Trust and teamwork across the border goes a long way to solving complicated problems

By Wesley Ford

Human trafficking, health, disease and corruption are some of the international issues which sometimes demand cross-border journalism collaborations. A panel on the topic spoke at GIJC17 conference which focused on how journalists from different regions are working together to unravel complex investigative stories.

Sherry Lee, editorial managing director of The Reporter in Taiwan talked about a human trafficking story she worked on where undocumented Indonesian fishermen were exploited on Taiwanese fishing trawlers. “I would say that the most important benefits to cross boarder collaboration are avoiding parachute journalism and sometimes to collaborate with a partner because they know the contacts and know the laws and sometimes a journalist working alone may not be able to make their own judgement,” Lee said.

Wahyu Dhyatmika, the executive editor of Tempo Media Group in Indonesia, who collaborated with Lee on Slavery at Sea said, “We combine team members and go into the field together and not separately. Every finding was shared including videos and photos.” Dhyatmika said that the story had been published by his company and the work of the cross-border partner was acknowledged.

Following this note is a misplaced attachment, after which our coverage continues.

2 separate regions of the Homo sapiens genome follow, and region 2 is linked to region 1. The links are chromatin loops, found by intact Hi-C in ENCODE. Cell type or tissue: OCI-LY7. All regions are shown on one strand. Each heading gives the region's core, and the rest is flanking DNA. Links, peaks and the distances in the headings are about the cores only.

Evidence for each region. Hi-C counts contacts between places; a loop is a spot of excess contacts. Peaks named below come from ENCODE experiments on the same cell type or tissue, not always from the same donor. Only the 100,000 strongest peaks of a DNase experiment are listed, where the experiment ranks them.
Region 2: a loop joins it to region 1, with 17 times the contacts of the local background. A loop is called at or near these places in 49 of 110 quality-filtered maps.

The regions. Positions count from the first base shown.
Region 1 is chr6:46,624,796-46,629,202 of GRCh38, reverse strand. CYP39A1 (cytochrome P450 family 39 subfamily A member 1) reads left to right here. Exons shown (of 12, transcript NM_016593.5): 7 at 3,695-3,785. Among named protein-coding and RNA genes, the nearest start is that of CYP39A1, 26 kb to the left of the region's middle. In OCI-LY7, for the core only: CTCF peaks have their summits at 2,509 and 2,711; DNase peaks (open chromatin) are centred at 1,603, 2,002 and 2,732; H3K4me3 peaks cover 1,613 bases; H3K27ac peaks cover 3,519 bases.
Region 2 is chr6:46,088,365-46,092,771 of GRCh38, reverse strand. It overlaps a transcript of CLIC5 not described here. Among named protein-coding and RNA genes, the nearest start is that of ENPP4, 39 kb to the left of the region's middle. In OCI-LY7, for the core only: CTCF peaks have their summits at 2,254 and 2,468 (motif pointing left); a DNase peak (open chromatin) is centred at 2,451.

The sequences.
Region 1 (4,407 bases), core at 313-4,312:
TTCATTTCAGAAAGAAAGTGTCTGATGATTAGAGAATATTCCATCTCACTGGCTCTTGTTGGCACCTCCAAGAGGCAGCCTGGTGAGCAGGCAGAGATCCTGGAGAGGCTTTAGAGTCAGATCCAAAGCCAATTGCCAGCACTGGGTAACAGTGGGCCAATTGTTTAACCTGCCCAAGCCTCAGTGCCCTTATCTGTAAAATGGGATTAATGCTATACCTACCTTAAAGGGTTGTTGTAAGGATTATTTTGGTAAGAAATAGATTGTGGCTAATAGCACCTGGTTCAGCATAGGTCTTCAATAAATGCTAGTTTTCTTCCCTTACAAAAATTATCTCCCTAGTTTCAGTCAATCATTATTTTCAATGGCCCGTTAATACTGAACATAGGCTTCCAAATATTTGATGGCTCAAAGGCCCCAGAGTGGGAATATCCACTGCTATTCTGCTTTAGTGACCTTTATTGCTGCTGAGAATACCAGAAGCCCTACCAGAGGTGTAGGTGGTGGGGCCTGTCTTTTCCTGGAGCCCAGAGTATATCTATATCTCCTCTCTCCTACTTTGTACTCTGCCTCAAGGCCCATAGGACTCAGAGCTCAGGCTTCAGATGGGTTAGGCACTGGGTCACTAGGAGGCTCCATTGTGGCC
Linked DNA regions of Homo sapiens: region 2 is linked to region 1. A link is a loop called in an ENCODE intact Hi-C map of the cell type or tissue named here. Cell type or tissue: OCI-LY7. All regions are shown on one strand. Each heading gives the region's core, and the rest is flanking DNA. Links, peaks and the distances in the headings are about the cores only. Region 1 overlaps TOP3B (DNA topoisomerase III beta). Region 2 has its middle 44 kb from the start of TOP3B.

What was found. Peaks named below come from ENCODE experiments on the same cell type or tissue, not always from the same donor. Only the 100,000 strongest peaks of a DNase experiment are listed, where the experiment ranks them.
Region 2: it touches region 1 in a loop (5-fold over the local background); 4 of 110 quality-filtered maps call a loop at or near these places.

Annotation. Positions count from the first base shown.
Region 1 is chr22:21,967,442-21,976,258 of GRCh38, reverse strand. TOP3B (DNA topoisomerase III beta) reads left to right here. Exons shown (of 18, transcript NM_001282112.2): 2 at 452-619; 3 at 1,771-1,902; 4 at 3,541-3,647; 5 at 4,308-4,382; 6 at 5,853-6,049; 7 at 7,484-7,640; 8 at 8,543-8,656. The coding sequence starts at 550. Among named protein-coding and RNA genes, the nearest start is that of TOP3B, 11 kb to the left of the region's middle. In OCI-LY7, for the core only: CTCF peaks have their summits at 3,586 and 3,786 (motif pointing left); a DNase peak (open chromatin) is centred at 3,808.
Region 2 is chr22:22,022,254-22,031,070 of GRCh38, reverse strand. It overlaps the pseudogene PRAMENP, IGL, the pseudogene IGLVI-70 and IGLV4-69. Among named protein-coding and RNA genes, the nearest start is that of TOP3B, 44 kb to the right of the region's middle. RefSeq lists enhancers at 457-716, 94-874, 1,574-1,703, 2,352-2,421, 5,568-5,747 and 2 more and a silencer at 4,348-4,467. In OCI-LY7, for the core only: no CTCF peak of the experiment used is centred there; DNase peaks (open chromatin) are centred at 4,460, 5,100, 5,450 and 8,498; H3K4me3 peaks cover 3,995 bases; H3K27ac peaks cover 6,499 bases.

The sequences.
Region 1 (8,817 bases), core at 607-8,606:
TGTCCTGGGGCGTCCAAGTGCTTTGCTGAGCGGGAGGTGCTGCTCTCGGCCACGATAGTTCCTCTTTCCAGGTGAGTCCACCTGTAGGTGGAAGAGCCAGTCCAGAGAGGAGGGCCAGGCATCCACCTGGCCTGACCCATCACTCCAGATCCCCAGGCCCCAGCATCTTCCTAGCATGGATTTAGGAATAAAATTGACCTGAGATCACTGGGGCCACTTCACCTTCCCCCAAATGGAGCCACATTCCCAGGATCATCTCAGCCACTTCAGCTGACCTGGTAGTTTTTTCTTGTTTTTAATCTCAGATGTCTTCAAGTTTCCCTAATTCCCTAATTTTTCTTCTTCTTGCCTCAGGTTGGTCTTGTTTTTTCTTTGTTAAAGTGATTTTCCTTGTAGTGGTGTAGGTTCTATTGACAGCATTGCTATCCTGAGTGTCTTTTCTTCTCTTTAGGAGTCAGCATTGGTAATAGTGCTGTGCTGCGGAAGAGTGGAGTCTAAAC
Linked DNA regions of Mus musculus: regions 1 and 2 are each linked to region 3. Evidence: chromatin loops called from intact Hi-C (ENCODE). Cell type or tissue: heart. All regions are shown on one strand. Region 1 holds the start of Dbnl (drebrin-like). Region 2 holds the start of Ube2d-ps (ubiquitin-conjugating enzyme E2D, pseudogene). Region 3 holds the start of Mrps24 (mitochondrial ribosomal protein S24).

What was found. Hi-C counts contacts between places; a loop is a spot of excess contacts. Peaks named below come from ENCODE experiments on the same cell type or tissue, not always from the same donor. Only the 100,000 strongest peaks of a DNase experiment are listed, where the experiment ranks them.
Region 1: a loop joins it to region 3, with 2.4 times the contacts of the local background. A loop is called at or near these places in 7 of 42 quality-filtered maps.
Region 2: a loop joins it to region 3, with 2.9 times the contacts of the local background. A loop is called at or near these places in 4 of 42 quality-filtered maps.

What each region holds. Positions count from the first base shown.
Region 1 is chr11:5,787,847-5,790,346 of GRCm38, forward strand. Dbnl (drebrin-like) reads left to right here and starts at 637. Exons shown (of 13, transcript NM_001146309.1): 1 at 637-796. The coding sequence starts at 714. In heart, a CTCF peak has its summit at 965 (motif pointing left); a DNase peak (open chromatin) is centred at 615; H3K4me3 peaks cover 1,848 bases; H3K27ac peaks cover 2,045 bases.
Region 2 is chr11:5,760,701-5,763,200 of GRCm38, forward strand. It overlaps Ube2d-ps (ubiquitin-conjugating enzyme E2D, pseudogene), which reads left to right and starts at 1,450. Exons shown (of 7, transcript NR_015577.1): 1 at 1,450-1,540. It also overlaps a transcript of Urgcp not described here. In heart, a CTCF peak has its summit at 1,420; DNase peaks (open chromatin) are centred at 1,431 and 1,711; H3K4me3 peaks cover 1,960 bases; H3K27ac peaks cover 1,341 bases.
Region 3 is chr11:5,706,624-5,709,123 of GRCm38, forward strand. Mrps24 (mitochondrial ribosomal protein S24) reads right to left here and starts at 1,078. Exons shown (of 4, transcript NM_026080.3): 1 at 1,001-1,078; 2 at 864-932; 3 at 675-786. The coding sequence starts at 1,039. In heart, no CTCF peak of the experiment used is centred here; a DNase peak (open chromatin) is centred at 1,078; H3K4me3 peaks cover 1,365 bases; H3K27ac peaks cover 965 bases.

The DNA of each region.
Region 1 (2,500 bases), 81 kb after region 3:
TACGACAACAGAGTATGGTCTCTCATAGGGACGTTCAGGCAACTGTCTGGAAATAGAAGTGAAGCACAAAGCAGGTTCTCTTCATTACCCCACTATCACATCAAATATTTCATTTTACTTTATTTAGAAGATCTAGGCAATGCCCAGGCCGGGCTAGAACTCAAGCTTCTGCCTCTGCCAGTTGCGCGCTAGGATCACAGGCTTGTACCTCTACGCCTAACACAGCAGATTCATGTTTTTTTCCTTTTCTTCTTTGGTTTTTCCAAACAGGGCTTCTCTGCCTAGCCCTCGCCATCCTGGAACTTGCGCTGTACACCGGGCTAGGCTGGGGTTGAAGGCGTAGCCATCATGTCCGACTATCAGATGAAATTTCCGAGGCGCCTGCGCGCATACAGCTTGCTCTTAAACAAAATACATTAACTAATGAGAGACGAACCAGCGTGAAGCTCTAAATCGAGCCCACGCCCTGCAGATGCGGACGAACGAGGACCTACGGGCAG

Milagros Salazar, director of Convoca in Peru told the audience that she had worked with 20 journalists from 11 countries in Latin America to uncover corruption amongst political officials. She said, “To investigate a network of corruption, journalists must learn to work in a network, to be a team.”

Hamadou Tidiane Sy, Founder of Ouestaf News in Senegal spoke about collaboration from an African perspective. According to Tidiane, his corporation worked on the Ebola epidemic where 16 journalists were involved from nine media corporations in eight countries.

At the end of the session there was an agreement among the panelists that it may be necessary to work well with your collaborative partner on a personal level and that it is important to find out firsthand what type of work your partner did before you go into a cross-border collaboration.

PHOTO: Milagros Salazar speaks about cross-border collaborations with Sherry Lee (far left), Hamadou Tidiane Sy (middle) and Wahyu Dhyatmika (far right). Credit: Nonkululeko Njilo.